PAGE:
Valerie Aranda, is a painter from Arizona where she received her BFA from ASU and MFA from UCSD, San Diego. My Chicana identity and experience of moving to “the south” from California is at the core of my work. “Transplanting myself from there to rural Georgia has been tricky… in my work I explore the intersection of clashing cultures and experiences that at times are familiar, nonetheless perplexing. “Drawing from my Mexican roots, I examine the negotiating between differing worldviews and culturally affirming imagery is a decolonizing strategy.” Projects include: murals and exhibitions in Georgia, Tennessee, California, Texas, Chicago, Missouri, South Carolina and Wisconsin: and service with the National Association of Latino Arts and Cultures.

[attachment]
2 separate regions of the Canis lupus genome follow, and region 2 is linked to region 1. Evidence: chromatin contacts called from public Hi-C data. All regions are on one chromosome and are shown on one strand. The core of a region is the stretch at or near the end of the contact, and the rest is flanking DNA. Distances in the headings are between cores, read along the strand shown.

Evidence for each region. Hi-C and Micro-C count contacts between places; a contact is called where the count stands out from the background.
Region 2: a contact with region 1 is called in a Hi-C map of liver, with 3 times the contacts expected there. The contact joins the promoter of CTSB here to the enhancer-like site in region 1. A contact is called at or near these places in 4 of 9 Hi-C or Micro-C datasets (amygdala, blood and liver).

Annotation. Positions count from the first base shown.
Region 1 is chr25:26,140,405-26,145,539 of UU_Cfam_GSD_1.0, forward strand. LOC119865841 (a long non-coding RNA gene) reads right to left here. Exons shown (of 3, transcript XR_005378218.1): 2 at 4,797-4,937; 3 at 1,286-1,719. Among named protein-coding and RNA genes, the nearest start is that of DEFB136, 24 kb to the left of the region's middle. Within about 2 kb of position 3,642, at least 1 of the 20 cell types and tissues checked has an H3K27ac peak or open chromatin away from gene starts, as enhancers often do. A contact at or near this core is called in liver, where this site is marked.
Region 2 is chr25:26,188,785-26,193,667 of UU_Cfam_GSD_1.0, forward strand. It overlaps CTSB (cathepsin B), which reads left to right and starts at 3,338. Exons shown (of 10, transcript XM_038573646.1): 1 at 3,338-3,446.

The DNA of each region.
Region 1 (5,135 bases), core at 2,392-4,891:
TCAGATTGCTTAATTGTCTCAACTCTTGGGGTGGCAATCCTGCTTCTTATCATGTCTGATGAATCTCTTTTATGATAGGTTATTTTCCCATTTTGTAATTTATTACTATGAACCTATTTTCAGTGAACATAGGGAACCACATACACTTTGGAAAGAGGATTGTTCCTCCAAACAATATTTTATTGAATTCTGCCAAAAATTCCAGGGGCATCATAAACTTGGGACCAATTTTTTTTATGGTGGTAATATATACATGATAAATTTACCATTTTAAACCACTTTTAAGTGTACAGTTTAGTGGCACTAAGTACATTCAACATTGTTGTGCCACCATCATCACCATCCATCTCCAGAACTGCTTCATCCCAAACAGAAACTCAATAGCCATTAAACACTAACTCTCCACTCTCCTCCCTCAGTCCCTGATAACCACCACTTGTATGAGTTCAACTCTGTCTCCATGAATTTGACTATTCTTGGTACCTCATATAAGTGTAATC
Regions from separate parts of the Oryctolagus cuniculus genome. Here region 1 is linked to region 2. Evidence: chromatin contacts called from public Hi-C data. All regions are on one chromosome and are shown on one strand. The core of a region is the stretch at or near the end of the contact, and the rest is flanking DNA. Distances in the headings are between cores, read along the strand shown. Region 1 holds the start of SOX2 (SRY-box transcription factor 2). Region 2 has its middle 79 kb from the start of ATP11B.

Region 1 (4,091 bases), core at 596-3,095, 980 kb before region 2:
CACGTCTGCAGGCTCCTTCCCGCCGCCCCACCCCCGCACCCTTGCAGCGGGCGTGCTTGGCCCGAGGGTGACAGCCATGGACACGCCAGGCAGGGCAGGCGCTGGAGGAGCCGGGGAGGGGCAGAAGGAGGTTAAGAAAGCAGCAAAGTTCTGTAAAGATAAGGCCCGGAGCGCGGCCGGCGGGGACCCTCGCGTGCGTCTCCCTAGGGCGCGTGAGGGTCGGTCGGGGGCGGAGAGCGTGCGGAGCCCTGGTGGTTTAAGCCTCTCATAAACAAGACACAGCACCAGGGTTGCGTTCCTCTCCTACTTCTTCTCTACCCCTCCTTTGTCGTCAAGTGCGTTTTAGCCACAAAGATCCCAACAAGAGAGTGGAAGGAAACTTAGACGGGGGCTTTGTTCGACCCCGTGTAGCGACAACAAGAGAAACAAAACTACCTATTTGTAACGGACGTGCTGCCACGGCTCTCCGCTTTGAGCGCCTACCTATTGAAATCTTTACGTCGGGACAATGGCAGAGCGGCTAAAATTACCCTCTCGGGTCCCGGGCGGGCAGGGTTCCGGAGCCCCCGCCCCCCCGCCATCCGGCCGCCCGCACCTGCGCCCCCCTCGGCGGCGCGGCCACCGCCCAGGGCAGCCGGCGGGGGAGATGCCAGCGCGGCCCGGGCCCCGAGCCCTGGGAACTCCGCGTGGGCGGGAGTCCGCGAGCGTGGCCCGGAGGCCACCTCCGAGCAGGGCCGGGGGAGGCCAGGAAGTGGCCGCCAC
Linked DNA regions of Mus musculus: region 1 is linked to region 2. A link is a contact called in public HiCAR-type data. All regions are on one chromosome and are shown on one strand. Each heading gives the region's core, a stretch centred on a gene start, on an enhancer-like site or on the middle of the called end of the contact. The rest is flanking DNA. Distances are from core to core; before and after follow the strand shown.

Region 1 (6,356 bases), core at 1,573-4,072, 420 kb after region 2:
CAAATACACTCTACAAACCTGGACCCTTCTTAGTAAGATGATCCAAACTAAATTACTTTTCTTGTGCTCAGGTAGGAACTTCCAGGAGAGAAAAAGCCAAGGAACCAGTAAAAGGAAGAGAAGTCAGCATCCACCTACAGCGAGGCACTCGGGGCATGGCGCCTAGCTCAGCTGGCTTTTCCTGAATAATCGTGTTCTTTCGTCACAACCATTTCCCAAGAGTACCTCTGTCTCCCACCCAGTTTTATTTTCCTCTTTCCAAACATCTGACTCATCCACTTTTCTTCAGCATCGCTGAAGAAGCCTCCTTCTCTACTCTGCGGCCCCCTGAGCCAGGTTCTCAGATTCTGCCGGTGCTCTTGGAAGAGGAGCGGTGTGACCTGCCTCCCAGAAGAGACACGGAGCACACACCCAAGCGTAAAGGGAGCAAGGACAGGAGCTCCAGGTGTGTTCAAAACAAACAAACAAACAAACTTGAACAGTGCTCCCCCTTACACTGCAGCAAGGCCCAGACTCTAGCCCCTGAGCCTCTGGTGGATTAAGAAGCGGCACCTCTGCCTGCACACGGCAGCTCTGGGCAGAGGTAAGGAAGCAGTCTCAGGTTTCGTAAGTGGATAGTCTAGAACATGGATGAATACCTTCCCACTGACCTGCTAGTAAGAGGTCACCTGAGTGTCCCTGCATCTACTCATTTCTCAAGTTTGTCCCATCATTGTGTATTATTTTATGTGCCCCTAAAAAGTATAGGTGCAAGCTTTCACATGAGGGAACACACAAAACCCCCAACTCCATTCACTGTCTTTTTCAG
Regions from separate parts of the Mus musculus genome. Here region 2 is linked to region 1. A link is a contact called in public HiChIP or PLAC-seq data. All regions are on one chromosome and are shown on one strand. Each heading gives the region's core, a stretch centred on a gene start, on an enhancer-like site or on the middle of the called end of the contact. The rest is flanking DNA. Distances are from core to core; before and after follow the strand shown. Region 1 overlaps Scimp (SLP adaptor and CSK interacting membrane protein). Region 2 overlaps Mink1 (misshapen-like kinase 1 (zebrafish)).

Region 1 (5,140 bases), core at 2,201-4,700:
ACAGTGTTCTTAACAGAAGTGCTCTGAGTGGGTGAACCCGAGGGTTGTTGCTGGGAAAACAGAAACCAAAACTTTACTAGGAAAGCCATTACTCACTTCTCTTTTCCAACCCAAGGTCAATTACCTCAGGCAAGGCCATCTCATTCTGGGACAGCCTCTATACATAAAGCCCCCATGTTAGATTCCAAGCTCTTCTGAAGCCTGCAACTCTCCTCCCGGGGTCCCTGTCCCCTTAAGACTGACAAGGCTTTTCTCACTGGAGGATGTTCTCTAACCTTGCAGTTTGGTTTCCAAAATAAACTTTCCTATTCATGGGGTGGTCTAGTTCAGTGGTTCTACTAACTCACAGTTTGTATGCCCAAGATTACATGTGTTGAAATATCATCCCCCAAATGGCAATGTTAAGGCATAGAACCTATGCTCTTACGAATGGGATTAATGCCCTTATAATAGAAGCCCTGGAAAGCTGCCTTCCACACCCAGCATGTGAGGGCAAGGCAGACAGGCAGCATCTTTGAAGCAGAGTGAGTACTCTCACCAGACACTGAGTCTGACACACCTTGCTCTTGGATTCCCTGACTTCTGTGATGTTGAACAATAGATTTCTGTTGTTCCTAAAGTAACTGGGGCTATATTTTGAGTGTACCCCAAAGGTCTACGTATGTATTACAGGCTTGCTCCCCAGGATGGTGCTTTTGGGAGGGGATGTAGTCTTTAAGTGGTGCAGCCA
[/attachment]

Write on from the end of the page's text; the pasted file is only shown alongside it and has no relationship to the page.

This time of social distancing and isolation has been an opportunity for me to push my artistic limits. Having Covid-19 has given me a sense of urgency to tell my story. During a global pandemic, we seek the wisdom of science and medical experts, while sifting through the emotional minutia of the fears and anxieties of our communities and peer groups. There’s a kind of chaos that ensues when there’s a lack of leadership. This lack of leadership, vision and clarity is enough to make a person sick unfortunately. As a way to navigate this chaos and illness, I trust my art and creativity to heal through a process of self-expression and as a way to control the narrative that so many wish to bridle and dominate. Through the art making process, my Covid-19 experiences, imaginings, emotions, and anxieties reveal themselves through drawing and painting. With a narrative approach, I speak my truth amidst this absurdity and global pandemic.